“Comparison of Hospital Mortality and Readmission Rates for Medicare Patients Treated by Male vs Female Physicians.”
Tsugawa Y, Jena AB, Figueroa JF, et al.
JAMA Intern Med. 2017 Feb 1;177(2):206-213 [Full text]
When this work was published in 2017 it became something of a sensation. Altimetric listed it as the #3 article of 2017 and it has been referenced in >300 news stories. But the work did not occur in a vacuum and was based on previous work noting differences in practice by gender. The authors note:
“Literature has shown that female physicians may be more likely to adhere to clinical guidelines,1–3 provide preventive care more often,4–11 use more patient-centered communication,12–15 perform as well or better on standardized examinations,16 and provide more psychosocial counseling to their patients than do their male peers.14“
It was within this context that the authors attempted to quantify the outcome difference by gender of the treating physician. While we will see this required a number of assumptions to design such a study, the authors were deliberate in all attempting to control for numerous factors and reported the “same” results in multiple ways (by varying the factors adjusted for). In the end the results were impactful not just for the results observed but that the implications speak to our entire health system.
This was an observational cross-sectional study that included a random sample (20%) of Medicare beneficiaries aged 65 years or older hospitalized with acute medical conditions between January 1, 2011 and December 31, 2014. The entire hospitalization was assigned to a single internist based on the most Medicare Part B spending during the hospitalization. If a patient was transferred between hospitals this was merged and considered a single hospitalization. If the patient left against medical advice or if it was an elective hospitalization, these were excluded.
The main outcomes of interest were 30 day mortality and 30 day readmission. If a patient was admitted at the end of the review period (12/2014) they were excluded from 30 d mortality analysis. Similarly if discharged at the end of the review period (12/2014) they were excluded from 30 d readmit analysis.
The same outcomes were looked at in a subset of common conditions (sepsis, pneumonia, CHF, COPD, UTI, acute renal failure, arrhythmia, and GIB).
Interestingly, there were overall differences in gender in distribution of type and location of hospital employed. Females were more likely to work in
- large (7460 [41.9%] vs 13 628 [35.7%])
- nonprofit (13,947 [78.2%] vs 28,850 [75.6%])
- major teaching hospitals (5168 [29.0%] vs 8061 [21.1%])
- in the Northeast region (4746 [26.8%] vs 8574 [22.7%])
Additionally, though the patient characteristics were similar, female physicians more often were the identified physician for female patients compared to males (258,091 [62.1%] vs 722,038 [60.2%]).
In regards to the main outcomes (30 d mortality, 30 d readmission), the results were adjusted for contributing factors in three ways: Based on 1) Patient characteristics 2) Hospital Indicators (comparing physicians w/in same hospital 3) Physician specific characteristics (physician age, medical school attended, allopathic vs osteopathic training). Results were reported for the three adjustments and overall results reflect adjustments for ALL of these variables together.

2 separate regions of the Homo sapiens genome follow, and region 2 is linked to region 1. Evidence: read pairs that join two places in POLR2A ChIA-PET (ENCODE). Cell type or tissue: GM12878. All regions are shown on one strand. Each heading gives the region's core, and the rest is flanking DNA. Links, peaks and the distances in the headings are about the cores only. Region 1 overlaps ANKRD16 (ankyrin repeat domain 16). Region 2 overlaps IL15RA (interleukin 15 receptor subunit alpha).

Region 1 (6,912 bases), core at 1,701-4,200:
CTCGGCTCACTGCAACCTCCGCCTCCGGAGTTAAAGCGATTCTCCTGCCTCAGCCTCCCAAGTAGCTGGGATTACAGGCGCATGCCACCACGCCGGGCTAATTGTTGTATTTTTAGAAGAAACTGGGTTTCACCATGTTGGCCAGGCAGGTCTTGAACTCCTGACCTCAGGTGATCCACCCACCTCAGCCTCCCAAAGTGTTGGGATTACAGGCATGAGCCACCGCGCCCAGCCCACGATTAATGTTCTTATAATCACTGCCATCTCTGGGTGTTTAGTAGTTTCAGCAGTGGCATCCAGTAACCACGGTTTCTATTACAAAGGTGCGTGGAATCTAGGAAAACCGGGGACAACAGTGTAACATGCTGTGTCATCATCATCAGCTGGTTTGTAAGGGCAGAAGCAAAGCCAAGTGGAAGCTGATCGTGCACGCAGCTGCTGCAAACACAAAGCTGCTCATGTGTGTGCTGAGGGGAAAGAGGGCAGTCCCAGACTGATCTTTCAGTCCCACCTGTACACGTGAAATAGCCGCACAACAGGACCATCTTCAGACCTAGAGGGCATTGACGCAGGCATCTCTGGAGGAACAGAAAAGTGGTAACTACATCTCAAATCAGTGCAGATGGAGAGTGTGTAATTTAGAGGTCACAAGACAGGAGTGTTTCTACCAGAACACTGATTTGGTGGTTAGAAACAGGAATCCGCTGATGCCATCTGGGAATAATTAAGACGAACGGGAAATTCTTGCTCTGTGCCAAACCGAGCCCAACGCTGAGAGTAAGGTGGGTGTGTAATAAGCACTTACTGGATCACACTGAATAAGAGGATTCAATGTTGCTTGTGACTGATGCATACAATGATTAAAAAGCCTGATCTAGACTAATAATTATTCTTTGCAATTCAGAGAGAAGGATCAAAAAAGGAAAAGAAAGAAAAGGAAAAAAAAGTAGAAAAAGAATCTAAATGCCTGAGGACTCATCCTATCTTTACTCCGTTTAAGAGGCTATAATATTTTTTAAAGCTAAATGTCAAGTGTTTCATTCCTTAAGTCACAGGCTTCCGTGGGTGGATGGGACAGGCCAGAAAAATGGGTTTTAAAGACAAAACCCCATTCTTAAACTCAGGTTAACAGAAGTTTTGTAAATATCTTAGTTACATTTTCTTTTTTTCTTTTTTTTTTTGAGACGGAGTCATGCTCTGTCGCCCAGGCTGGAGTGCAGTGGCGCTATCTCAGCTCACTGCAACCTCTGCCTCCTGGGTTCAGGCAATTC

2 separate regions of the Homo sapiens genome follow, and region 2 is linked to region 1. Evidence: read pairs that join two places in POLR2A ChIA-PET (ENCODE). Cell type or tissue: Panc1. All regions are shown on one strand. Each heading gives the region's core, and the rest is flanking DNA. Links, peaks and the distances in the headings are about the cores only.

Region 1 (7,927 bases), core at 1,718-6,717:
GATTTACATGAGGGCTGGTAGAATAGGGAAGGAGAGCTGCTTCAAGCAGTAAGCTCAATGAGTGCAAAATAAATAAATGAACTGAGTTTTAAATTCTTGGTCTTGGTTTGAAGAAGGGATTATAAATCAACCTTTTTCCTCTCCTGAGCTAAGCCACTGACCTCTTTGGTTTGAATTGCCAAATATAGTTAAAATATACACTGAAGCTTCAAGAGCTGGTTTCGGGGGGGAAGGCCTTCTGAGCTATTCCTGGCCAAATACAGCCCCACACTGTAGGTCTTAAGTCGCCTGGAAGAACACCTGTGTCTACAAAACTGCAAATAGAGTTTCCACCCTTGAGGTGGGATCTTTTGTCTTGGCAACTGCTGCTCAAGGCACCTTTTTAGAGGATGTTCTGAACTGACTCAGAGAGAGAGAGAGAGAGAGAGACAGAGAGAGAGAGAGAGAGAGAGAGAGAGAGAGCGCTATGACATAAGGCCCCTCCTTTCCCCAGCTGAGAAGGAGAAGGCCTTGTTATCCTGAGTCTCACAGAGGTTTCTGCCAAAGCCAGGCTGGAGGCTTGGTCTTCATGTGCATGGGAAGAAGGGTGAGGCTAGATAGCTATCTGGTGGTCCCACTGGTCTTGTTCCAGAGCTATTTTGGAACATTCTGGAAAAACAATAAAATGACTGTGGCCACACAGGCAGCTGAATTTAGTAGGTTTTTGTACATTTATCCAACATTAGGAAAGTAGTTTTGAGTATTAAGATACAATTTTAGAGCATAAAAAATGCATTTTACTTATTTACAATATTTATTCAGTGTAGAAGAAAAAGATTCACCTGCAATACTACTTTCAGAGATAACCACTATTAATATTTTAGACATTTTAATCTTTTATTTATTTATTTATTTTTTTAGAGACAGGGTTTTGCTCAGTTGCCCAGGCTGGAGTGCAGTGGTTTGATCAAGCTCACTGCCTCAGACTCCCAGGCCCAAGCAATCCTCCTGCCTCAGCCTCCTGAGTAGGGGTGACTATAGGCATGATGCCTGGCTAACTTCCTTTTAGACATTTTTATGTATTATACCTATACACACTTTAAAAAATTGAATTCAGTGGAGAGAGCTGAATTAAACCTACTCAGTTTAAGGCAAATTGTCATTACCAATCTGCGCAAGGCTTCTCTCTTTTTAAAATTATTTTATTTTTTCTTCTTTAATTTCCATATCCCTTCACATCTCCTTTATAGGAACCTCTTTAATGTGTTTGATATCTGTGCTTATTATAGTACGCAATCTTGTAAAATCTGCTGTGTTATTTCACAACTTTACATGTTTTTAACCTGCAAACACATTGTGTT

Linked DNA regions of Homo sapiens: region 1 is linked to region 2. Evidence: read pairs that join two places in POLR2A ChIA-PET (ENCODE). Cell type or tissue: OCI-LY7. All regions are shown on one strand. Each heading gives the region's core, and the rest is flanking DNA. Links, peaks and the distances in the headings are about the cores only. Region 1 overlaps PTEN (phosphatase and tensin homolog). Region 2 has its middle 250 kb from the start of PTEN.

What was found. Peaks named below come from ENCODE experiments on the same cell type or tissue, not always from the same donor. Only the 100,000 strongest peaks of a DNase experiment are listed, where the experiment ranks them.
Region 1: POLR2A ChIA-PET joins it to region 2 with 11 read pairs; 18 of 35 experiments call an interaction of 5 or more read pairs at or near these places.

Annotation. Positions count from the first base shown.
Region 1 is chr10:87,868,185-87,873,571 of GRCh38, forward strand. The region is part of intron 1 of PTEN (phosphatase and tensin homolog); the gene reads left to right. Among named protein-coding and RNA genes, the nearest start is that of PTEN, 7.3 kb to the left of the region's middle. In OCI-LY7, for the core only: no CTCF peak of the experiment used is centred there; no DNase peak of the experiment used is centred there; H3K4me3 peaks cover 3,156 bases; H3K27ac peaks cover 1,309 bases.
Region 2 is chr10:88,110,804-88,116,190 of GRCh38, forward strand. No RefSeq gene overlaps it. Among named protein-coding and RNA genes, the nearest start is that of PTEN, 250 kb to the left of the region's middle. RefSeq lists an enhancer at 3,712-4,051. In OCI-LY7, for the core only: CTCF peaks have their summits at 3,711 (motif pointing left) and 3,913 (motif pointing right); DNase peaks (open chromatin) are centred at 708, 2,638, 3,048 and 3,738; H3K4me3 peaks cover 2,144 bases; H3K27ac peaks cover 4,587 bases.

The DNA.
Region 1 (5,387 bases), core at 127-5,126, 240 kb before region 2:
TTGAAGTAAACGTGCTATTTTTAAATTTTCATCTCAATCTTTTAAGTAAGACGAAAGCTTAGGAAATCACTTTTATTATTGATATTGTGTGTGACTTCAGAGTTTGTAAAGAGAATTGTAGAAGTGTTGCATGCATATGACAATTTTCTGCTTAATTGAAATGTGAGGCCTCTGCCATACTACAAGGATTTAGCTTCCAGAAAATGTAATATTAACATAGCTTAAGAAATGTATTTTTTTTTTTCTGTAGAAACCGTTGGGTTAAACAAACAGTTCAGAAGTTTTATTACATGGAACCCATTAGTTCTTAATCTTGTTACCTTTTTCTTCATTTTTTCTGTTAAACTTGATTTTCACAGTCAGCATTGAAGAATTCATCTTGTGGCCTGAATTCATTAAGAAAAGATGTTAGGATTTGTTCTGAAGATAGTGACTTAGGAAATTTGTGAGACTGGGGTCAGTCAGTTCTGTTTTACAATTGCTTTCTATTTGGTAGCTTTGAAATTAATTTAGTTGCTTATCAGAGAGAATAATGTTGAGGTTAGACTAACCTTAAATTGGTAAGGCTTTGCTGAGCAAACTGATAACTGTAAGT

The 30 day mortality rate of patients cared for by female physicians was lower, 11.07% vs. 11.49% (adjusted risk difference, –0.43%; 95% CI, –0.57% to –0.28%; P<0.001), with a NNT 233.
The 30 day readmission rate was 15.02% vs. 15.57% (adjusted risk difference, –0.55%; 95% confidence interval, –0.71% to 0.39%; P<0.001) with a NNT 182.
The subset of common acute conditions had many with a significant 30d mortality difference or 30d readmission difference. Two conditions, sepsis and pneumonia were significant for BOTH mortality and readmission.
Finally, the patients were divided by illness severity and the gender specific differences persisted among all groups except for the 2nd least sick (30d mortality) or least sick (30d readmission, see Figure).
At first glance the NsNT of 233 and 182 for 30d mortality and 30d readmission, respectively, may seem modest. This is likely through our lens of a typical “journal club” study with hundreds to thousands of patients, expecting an intervention to have a certain impact to act upon (i.e. NNT in the 10s not 100s). However, this is a national sample and just among the 1.5 million evaluated, the impact would reflect 6000+ hospitalizations with a potential mortality impact and 8000+ readmissions potentially prevented. The authors extrapolate further:
“…given that there are more than 10 million Medicare hospitalizations due to medical conditions in the United States annually and assuming that the association between sex and mortality is causal, we estimate that approximately 32,000 fewer patients would die if male physicians could achieve the same outcomes as female physicians every year.”
While there are certainly issues to consider, such as the setting or system in which the female physician works (recall there were gender differences here), the authors attempted to adjust for these. Furthermore, we know the care for a patient no longer truly falls to one internist or physician. It is a team, multidisciplinary effort. Some have posited that perhaps this outcome reflects team leadership. Unfortunately, the reasons for the difference cannot be proven with this study but are speculated based on the existing literature on gender differences. These would be clear starting points with which systems can intervene to realize practice improvements and reward physicians fulfilling these metrics, with females perhaps having a head start.